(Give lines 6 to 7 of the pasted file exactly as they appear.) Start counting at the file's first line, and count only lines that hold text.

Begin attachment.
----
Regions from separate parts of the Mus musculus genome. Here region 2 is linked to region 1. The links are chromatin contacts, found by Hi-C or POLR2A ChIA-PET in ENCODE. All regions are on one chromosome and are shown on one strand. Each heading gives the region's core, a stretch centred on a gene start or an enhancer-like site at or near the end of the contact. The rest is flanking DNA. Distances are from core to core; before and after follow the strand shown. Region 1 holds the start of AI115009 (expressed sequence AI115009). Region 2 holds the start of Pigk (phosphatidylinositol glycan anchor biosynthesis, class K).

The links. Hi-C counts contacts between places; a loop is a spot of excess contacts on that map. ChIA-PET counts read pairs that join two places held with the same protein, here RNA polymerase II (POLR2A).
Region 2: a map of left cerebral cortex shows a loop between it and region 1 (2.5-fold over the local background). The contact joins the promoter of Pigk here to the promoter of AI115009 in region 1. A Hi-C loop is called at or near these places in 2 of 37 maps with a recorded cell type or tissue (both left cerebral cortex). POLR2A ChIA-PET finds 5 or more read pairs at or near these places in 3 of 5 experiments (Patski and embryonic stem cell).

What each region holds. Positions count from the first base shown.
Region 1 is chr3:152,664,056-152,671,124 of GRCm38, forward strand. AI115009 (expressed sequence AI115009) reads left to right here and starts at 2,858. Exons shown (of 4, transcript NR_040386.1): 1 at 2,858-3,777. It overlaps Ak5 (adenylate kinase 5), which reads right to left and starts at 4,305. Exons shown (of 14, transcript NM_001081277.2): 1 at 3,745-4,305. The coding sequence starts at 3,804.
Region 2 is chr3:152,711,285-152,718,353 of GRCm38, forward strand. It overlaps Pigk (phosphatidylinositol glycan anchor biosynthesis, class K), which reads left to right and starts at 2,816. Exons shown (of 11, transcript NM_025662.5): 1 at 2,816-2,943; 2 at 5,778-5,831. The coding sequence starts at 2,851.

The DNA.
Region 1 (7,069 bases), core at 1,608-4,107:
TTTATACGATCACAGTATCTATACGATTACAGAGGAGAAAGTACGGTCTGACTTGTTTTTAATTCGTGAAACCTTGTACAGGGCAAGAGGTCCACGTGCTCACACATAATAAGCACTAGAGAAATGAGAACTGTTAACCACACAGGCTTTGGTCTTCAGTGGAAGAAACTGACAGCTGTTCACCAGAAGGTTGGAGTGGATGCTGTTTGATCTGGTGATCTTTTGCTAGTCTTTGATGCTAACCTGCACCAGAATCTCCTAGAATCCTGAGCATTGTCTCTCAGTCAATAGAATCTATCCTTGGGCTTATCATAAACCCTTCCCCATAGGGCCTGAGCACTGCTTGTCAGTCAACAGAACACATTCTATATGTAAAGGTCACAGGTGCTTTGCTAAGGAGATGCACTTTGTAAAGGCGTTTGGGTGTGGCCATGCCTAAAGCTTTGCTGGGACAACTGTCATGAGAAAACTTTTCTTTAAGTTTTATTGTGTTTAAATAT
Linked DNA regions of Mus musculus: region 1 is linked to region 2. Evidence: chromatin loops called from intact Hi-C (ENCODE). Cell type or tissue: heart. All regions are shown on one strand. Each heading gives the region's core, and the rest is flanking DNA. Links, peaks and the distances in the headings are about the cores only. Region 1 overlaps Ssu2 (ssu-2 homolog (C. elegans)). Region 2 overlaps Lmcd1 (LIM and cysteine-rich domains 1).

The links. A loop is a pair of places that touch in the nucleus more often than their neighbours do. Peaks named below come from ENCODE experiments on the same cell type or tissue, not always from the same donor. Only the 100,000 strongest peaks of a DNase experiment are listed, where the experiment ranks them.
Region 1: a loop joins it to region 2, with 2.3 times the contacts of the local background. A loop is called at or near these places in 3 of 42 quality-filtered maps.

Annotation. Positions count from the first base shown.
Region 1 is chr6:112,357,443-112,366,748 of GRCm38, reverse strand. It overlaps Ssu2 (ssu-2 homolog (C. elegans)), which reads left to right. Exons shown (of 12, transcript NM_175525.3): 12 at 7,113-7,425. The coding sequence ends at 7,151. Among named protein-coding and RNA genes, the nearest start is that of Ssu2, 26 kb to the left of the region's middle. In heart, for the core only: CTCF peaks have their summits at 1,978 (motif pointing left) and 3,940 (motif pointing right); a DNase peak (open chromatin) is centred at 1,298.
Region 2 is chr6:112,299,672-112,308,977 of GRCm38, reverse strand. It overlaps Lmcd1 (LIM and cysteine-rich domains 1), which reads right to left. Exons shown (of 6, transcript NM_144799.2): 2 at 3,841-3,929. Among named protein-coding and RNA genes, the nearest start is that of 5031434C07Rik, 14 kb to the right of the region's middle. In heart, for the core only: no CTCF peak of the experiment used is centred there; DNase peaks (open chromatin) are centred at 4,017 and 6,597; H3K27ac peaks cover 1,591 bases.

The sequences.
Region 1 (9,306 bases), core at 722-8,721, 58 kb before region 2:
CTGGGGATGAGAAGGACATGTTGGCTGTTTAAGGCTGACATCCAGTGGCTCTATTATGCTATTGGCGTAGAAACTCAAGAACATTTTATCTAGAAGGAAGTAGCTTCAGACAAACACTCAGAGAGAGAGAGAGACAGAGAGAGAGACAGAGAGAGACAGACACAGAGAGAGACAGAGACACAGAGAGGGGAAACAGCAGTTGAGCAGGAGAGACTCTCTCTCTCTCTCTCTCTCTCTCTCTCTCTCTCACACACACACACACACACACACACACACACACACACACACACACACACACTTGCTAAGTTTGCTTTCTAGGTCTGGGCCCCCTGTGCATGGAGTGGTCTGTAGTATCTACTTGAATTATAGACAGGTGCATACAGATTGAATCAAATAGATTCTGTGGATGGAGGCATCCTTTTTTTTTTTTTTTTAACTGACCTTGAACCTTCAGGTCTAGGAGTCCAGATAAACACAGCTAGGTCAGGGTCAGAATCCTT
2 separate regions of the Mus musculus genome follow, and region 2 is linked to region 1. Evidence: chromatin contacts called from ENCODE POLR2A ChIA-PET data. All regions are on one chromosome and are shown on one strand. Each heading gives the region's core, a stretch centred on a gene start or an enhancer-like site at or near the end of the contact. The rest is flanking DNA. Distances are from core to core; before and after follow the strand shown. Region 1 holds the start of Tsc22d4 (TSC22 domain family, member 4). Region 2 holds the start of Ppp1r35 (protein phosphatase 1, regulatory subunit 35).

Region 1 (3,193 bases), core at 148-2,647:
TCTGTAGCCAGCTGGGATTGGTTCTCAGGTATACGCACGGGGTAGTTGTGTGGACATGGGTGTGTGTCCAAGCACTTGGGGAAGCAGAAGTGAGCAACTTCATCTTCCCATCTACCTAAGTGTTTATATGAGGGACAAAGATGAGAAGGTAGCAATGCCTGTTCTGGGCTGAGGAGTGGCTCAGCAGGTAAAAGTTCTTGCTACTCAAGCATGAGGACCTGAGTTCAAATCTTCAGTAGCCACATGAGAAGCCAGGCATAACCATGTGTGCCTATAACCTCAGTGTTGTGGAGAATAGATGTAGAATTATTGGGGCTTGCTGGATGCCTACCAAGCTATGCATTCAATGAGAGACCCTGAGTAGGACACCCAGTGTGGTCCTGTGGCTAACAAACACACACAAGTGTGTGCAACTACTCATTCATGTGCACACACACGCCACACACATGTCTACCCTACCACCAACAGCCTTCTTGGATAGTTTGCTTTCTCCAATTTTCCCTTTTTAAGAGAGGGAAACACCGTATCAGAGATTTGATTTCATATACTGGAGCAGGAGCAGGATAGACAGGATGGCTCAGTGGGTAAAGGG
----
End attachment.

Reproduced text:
Region 2 is chr3:152,711,285-152,718,353 of GRCm38, forward strand. It overlaps Pigk (phosphatidylinositol glycan anchor biosynthesis, class K), which reads left to right and starts at 2,816. Exons shown (of 11, transcript NM_025662.5): 1 at 2,816-2,943; 2 at 5,778-5,831. The coding sequence starts at 2,851.

The DNA.